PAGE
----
China, South Africa, and the Lewis Model
The paper uses the Lewis model as a framework for examining the labour market progress of two labour-abundant countries, China and South Africa, towards labour shortage and generally rising labour real incomes. In the acuteness of their rural-urban divides, forms of migrant labour, rapid rural-urban migration, and high and rising real wages in the formal sector, the two economies are surprisingly similar. They differ, however, in the dynamism of their formal sector growth of output and employment, and in the growth of their labour forces. Whereas China ? a labour-surplus economy par excellence despite unemployment until recently taking only a disguised form ? is moving rapidly in the direction of labour scarcity, South Africa ? which historically has been short of labour ? is moving towards increased labour surplus in the form of open unemployment. The paper draws on research previously conducted by the author in separate research projects on the two countries.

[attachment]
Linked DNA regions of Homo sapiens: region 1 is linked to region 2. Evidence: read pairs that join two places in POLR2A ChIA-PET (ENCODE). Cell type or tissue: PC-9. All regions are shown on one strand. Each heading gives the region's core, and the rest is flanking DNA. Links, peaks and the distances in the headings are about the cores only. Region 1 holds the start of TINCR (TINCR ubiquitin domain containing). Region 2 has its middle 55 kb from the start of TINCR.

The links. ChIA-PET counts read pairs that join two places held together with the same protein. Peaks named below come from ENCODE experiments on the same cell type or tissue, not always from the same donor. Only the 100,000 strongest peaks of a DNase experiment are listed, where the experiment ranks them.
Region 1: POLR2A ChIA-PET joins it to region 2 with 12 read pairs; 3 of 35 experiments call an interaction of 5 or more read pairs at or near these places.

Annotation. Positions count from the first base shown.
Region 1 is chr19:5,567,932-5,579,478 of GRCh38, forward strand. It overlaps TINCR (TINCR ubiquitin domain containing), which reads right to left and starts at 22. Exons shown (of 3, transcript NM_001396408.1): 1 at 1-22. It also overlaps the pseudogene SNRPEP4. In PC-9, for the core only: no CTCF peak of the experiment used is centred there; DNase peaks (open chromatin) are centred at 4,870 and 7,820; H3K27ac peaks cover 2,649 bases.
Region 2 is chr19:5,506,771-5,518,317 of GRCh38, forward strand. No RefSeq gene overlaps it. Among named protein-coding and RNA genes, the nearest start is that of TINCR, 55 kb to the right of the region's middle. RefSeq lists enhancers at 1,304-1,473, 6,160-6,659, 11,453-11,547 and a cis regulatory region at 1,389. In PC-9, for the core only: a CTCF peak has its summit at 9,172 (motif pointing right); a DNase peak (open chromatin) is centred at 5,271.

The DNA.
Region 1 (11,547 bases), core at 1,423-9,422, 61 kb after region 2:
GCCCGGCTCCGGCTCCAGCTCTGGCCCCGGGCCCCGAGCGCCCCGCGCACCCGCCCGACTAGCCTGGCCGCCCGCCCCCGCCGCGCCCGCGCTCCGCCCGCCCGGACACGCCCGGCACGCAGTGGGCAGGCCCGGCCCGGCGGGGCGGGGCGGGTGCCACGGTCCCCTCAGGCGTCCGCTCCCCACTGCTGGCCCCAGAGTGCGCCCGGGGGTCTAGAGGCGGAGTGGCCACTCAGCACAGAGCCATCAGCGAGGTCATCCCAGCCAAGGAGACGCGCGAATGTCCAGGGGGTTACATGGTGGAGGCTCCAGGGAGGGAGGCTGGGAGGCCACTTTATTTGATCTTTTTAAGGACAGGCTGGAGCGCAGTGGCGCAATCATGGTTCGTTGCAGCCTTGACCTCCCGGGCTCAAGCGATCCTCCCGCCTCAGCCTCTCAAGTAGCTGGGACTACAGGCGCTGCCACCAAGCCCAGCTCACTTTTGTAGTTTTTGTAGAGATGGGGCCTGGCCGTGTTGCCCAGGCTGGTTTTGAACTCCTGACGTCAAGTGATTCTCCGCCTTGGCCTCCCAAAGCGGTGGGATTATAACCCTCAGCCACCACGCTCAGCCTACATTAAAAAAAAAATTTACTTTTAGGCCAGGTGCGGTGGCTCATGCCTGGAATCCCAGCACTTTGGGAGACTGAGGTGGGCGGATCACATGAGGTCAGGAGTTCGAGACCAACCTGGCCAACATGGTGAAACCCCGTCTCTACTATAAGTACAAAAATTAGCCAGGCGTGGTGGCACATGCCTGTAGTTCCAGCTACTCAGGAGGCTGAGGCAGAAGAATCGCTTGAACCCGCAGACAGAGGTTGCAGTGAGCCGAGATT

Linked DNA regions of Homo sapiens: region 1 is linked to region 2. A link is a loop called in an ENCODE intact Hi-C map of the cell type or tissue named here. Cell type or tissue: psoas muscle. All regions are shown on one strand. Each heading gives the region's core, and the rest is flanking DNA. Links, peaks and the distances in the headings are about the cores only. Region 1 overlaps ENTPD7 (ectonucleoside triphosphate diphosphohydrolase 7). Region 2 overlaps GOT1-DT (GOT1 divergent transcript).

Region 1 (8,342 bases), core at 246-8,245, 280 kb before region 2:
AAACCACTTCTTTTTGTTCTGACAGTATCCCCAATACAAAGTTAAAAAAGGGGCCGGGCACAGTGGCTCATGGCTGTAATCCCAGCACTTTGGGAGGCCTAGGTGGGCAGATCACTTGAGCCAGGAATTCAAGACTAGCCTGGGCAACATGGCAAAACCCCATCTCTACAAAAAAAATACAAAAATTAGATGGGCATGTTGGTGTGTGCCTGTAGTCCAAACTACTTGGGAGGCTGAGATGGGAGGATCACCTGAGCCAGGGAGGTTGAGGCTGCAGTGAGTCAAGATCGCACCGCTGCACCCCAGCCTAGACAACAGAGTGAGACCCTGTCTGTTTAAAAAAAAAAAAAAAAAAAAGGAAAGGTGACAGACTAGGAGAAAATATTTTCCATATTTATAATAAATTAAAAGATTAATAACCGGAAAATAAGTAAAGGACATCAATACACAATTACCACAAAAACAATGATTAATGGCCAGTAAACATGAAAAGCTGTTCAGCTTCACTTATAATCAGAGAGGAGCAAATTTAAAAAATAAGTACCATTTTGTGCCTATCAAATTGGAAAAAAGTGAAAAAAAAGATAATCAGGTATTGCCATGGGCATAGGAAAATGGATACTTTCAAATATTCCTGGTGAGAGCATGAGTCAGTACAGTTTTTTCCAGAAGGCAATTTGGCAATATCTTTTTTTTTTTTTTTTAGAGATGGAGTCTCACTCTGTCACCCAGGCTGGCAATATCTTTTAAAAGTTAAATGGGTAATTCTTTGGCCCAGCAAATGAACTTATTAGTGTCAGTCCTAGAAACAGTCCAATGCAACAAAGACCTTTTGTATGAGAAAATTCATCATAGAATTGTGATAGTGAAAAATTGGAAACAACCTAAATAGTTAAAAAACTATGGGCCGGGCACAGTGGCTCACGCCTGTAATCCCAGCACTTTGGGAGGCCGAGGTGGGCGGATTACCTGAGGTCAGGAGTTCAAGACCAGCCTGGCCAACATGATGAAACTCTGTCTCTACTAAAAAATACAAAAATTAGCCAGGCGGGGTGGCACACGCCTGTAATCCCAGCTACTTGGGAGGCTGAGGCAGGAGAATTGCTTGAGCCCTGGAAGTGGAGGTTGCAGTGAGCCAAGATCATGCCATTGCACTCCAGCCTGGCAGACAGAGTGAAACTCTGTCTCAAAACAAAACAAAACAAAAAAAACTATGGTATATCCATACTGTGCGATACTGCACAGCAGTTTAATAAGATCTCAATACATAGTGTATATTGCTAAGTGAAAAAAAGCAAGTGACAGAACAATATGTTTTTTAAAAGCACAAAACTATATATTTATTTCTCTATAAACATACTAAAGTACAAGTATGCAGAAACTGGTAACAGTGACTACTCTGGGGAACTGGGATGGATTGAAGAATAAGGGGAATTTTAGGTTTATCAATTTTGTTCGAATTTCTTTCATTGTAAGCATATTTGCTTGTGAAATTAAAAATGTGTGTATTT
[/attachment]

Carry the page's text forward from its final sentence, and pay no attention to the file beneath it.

|Date of creation:||2007|
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- Kingdon, Geeta & Knight, John, 2006. "The measurement of unemployment when unemployment is high," Labour Economics, Elsevier, vol. 13(3), pages 291-315, June.
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- Geeta G. Kingdon & John B. Knight, 2001. "Unemployment in South Africa: The nature of the beast," CSAE Working Paper Series 2001-15, Centre for the Study of African Economies, University of Oxford.
- Geeta Kingdon & John Knight, 2004. "Unemployment in South Africa: the nature of the beast," Labor and Demography 0409003, EconWPA.
- Geeta Gandhi Kingdon & John Knight, 2006. "How Flexible are Wages in Response to Local Unemployment in South Africa?," ILR Review, Cornell University, ILR School, vol. 59(3), pages 471-495, April.
- Knight, John & Li, Shi, 2005. "Wages, firm profitability and labor market segmentation in urban China," China Economic Review, Elsevier, vol. 16(3), pages 205-228. Full references (including those not matched with items on IDEAS)